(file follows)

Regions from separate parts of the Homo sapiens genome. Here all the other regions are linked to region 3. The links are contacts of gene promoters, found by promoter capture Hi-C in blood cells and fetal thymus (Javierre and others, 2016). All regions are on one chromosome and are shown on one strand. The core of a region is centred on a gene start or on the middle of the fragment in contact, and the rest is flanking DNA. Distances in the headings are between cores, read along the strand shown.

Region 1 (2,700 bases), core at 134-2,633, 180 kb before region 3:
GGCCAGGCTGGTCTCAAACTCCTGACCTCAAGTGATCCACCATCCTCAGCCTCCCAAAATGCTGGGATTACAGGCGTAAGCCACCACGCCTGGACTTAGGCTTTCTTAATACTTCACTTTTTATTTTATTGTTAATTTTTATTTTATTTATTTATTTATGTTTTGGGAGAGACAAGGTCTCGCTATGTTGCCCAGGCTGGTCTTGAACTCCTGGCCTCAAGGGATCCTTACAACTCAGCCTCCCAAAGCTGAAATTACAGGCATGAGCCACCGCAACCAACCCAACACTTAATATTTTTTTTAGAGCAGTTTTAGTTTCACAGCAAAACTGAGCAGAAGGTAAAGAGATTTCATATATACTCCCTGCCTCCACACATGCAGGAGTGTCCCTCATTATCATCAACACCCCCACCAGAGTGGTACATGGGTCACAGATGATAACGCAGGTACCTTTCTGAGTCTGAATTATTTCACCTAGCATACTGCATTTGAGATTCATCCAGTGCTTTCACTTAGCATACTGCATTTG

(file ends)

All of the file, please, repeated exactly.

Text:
Regions from separate parts of the Homo sapiens genome. Here all the other regions are linked to region 3. The links are contacts of gene promoters, found by promoter capture Hi-C in blood cells and fetal thymus (Javierre and others, 2016). All regions are on one chromosome and are shown on one strand. The core of a region is centred on a gene start or on the middle of the fragment in contact, and the rest is flanking DNA. Distances in the headings are between cores, read along the strand shown.

Region 1 (2,700 bases), core at 134-2,633, 180 kb before region 3:
GGCCAGGCTGGTCTCAAACTCCTGACCTCAAGTGATCCACCATCCTCAGCCTCCCAAAATGCTGGGATTACAGGCGTAAGCCACCACGCCTGGACTTAGGCTTTCTTAATACTTCACTTTTTATTTTATTGTTAATTTTTATTTTATTTATTTATTTATGTTTTGGGAGAGACAAGGTCTCGCTATGTTGCCCAGGCTGGTCTTGAACTCCTGGCCTCAAGGGATCCTTACAACTCAGCCTCCCAAAGCTGAAATTACAGGCATGAGCCACCGCAACCAACCCAACACTTAATATTTTTTTTAGAGCAGTTTTAGTTTCACAGCAAAACTGAGCAGAAGGTAAAGAGATTTCATATATACTCCCTGCCTCCACACATGCAGGAGTGTCCCTCATTATCATCAACACCCCCACCAGAGTGGTACATGGGTCACAGATGATAACGCAGGTACCTTTCTGAGTCTGAATTATTTCACCTAGCATACTGCATTTGAGATTCATCCAGTGCTTTCACTTAGCATACTGCATTTG